A Grounded Theory of Intuition among Occupational Therapists in Mental Health Practice

Article excerpt


Clinical reasoning is a complex notion concerned with the ways in which therapists think in practice (Mattingly and Fleming 1994). As Fleming and Mattingly (1994) observed, therapists may have difficulty in describing clinical reasoning when engaged in therapy. These authors proposed that difficulty in articulating actions is due to a lack of language. Another explanation may be that therapists' clinical reasoning is informed by intuition as well as analysis, and intuition is more difficult to articulate.

Intuition has been defined as 'a whole; immediate possession of knowledge; and knowledge independent of the linear reasoning process' (Rew 1986, p23). This concept has received little attention in the occupational therapy literature. This paper describes a study of occupational therapists' understanding and use of intuition in mental health practice and proposes a grounded theory of intuition drawn from the findings of this study.

Literature review

In order to understand how intuition may guide practice, it is necessary to understand how therapists think in action. In 1986, a team of researchers in the United States, including Mattingly and Fleming, began the Clinical Reasoning Study (Mattingly and Fleming 1994). This project was a 4-year study combining ethnographic and action research methodologies. From this study, these authors suggested that occupational therapists think in three tracks of reasoning: procedural, interactive and conditional reasoning. Procedural reasoning occurs during problem definition and intervention selection. Interactive reasoning occurs when building collaborative relationships with clients. Conditional reasoning is considering a client's whole condition within broader social and temporal contexts (Mattingly and Fleming 1994). Furthering our understanding of clinical reasoning theory, Unsworth (2004) and Boyt Schell and Schell (2008) have identified a range of environmental and personal factors that influence clinical reasoning. These include extrinsic factors such as workplace protocols and intrinsic factors such as beliefs, values, ethics and motivation.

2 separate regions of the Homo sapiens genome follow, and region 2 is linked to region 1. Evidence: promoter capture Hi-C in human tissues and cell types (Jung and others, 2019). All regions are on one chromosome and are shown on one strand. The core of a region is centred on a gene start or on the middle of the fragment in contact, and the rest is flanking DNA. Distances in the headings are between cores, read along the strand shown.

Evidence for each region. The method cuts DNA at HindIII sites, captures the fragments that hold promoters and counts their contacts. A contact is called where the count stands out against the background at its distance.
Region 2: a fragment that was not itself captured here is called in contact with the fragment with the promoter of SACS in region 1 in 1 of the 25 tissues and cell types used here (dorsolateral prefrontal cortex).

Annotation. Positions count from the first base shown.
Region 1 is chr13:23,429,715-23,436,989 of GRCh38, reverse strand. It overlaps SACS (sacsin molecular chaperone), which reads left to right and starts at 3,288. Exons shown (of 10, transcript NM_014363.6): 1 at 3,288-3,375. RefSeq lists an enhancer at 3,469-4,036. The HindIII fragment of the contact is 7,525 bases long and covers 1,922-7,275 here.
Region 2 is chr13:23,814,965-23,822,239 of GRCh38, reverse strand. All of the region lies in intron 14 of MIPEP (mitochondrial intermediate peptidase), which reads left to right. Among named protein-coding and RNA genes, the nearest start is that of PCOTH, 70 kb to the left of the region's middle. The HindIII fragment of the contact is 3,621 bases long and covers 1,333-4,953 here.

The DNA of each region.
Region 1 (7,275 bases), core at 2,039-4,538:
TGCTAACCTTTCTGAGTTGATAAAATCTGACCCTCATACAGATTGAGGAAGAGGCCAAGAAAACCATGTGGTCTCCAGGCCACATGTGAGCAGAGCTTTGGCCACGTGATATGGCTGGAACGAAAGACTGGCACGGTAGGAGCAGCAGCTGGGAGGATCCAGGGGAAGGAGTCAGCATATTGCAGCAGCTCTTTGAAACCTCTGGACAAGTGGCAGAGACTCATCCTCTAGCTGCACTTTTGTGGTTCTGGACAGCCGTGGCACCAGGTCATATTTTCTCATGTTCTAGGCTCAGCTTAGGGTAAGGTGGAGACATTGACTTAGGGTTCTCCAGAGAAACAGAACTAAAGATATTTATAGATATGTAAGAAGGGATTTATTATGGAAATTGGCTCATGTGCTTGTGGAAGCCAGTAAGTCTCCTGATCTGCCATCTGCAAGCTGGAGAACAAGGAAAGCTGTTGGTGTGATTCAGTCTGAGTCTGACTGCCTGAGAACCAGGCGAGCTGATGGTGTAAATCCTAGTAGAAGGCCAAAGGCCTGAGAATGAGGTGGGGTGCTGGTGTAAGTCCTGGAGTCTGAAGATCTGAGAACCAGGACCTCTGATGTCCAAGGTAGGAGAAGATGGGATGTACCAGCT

Mattingly's and Fleming's (1994) study was conducted mostly with clinicians in physical areas of practice, however, with less attention being paid to the clinical reasoning of occupational therapists practising in mental health. Studies in this area have found that occupational therapists practising in mental health place emphasis on interacting with and understanding their clients to guide their clinical reasoning (Fossey 1996, Ward 2003).

The clinical reasoning of experts has also been explored. In the United Kingdom (UK), Roberts (1996) sought to describe the content and process of clinical reasoning in 38 occupational therapists, some practising in mental health. She noted that pattern recognition had a place in expert reasoning, which was likely to influence the speed of problem identification. Roberts' (1996) findings have been supported by further studies of expert reasoning in occupational therapy in physical dysfunction. In an American ethnographic study, Gibson et al (2000) suggested that experts' reasoning was often influenced by patterns in client presentations and that expert therapists were quicker to prioritise important information compared with novices. Unsworth (2001) reported similar findings in a mixed method study involving two novice and three expert occupational therapists in Australia. She reported that experts had a larger bank of clinical experiences from which to draw, generalising from their experiences twice as often as novices. These studies' findings are consistent with those of Dreyfus and Dreyfus (1986), who determined that experts have an intuitive understanding of a situation and the appropriate actions to take, supported by the exploration of Benner et al (1996) of intuition in expert nurses. However, an understanding of the role of intuition in occupational therapy practice is in its infancy. …